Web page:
I’m beginning to think that Europe’s sovereign debt crisis might kill more than municipal credit default swaps. As the financial system trembles alongside the deliberations of the Greek government, areas of the markets that have quietly lumbered along in the dark are getting more and more attention.
Bloomberg held an excellent state and local finance conference on Wednesday where there was a brilliant session with the state treasurers of North Carolina, Delaware and New Jersey. Bloomberg Editor-in-Chief Matt Winkler grilled the trio on the use of derivatives, mainly interest rate swaps, by public officials. In the most thought-provoking back-and-forth, Winkler asked what the difference was between Alabama’s Jeffereson County and Greece. Both Greece and Jefferson County have extensive ties to financial institutions through the bonds they issued and derivatives they have either entered into or that have been written on them. In the case of Jefferson County this exposure is mainly concentrated with JP Morgan Chase, the lead underwriter for most of the bonds and derivatives written on the county. In the case of Greece it’s fairly well-known who owns its bonds but it’s practically unknown how deep the interconnections are for derivatives. As Bloomberg wrote:
The European nations are linked in a network of debts, as Bill Marsh recently illustrated in the New York Times with a beautiful piece of graphic art. The image is like a complex wiring diagram for a ticking debt bomb. Yet what it shows may be less important than what it leaves out: a largely invisible network of ties among institutions around the world, which could ultimately cause global financial chaos.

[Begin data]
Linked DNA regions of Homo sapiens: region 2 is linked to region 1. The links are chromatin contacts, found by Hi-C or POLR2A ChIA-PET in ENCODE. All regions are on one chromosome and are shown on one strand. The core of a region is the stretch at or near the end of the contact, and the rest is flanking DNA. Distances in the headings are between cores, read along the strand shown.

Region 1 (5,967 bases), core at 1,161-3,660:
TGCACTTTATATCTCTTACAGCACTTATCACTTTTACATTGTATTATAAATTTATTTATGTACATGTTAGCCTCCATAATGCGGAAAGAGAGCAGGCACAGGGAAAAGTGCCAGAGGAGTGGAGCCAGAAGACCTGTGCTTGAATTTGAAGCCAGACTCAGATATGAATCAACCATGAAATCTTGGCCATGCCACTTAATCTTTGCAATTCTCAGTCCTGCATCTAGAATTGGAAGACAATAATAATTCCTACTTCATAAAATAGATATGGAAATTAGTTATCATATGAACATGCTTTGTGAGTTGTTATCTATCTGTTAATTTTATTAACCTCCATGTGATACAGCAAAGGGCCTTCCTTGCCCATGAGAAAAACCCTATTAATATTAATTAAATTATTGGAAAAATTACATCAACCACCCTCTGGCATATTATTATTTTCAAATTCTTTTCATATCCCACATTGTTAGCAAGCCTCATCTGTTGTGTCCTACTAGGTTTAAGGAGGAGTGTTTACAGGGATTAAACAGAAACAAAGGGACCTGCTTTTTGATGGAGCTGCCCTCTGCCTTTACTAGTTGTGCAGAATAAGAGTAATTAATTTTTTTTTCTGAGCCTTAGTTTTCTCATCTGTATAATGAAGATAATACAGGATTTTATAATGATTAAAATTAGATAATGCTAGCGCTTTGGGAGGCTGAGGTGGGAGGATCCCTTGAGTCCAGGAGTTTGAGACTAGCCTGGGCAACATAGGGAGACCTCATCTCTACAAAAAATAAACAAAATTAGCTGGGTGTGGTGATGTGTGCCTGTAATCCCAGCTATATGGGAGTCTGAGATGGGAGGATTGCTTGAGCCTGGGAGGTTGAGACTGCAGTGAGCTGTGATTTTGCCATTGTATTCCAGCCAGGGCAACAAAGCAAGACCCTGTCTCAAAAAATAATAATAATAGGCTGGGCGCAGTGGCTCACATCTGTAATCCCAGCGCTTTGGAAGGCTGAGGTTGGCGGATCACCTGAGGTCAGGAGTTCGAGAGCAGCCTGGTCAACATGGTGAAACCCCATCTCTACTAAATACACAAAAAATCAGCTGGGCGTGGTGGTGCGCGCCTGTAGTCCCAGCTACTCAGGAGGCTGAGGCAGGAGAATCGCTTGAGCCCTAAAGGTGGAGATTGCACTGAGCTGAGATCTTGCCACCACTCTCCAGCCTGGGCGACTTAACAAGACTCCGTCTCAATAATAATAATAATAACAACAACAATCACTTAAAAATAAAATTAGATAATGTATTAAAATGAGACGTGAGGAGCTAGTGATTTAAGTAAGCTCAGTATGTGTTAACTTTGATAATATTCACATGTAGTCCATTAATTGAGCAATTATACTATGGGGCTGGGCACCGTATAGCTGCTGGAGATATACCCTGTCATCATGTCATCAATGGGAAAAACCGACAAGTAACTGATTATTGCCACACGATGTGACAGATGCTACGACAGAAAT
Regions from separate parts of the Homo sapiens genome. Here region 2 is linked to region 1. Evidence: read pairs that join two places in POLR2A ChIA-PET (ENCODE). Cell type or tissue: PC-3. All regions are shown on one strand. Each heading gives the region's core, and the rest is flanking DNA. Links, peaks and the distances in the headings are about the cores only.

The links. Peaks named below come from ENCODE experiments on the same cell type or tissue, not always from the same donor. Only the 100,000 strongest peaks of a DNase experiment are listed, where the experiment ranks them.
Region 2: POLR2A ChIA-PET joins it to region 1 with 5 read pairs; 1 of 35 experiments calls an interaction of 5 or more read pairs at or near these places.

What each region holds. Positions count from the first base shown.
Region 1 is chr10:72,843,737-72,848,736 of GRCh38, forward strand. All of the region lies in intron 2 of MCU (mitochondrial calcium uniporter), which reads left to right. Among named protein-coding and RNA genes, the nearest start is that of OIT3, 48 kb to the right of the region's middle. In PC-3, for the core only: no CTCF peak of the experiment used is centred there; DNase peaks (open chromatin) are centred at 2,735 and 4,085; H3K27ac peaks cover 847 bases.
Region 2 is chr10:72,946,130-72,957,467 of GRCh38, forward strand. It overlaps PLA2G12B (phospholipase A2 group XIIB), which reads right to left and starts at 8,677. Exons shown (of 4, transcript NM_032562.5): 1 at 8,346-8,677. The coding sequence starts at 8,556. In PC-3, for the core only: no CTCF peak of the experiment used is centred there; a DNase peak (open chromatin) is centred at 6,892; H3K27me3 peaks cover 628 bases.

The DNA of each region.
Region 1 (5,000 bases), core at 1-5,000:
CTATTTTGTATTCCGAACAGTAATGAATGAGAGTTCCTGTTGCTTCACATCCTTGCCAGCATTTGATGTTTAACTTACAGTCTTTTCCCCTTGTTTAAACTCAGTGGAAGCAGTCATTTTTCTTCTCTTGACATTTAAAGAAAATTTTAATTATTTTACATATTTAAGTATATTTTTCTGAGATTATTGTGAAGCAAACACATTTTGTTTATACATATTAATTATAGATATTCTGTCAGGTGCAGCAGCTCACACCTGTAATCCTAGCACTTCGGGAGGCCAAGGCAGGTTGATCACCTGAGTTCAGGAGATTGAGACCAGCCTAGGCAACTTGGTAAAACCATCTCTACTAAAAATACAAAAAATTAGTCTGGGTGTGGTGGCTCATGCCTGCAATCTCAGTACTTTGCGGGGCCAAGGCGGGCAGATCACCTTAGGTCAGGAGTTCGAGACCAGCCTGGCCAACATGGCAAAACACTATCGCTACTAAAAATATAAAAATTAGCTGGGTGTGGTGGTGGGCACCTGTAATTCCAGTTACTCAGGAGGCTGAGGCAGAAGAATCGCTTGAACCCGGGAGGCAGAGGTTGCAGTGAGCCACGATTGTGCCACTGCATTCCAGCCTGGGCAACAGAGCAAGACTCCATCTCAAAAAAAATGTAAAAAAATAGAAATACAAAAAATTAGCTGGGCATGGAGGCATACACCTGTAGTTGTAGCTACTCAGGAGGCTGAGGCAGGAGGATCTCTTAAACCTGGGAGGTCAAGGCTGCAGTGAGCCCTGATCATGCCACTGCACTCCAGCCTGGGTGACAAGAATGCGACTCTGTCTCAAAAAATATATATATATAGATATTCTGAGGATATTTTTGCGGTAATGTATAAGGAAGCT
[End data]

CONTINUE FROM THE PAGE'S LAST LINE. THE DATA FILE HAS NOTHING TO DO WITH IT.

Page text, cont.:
This hidden network has been created by institutions that buy and sell unregulated credit-default swaps. These are essentially insurance contracts on bonds; in the event of a default on the bond, the seller of the swap promises to pay the buyer the bond’s value.
This web of interconnections is amplified many times over because of the intense concentration of derivatives on the trading books of a handful of large, global banks. The graph below from the blog Jesse’s Cafe shows the level of concentration for U.S. commercial banks using data from the Office of the Comptroller of the Currency (OCC). Basically five U.S. banks control the whole U.S. market and embody the concentrated risk. A publication from ISDA, the trade association that represents the large, global banks in the derivatives area, said the OCC reported the notional amount of derivatives outstanding at the five largest U.S.-based dealers was $281 trillion as of June 30, 2010. That is a massive spiderweb of risk given that the U.S. annual GDP is about $14 trillion.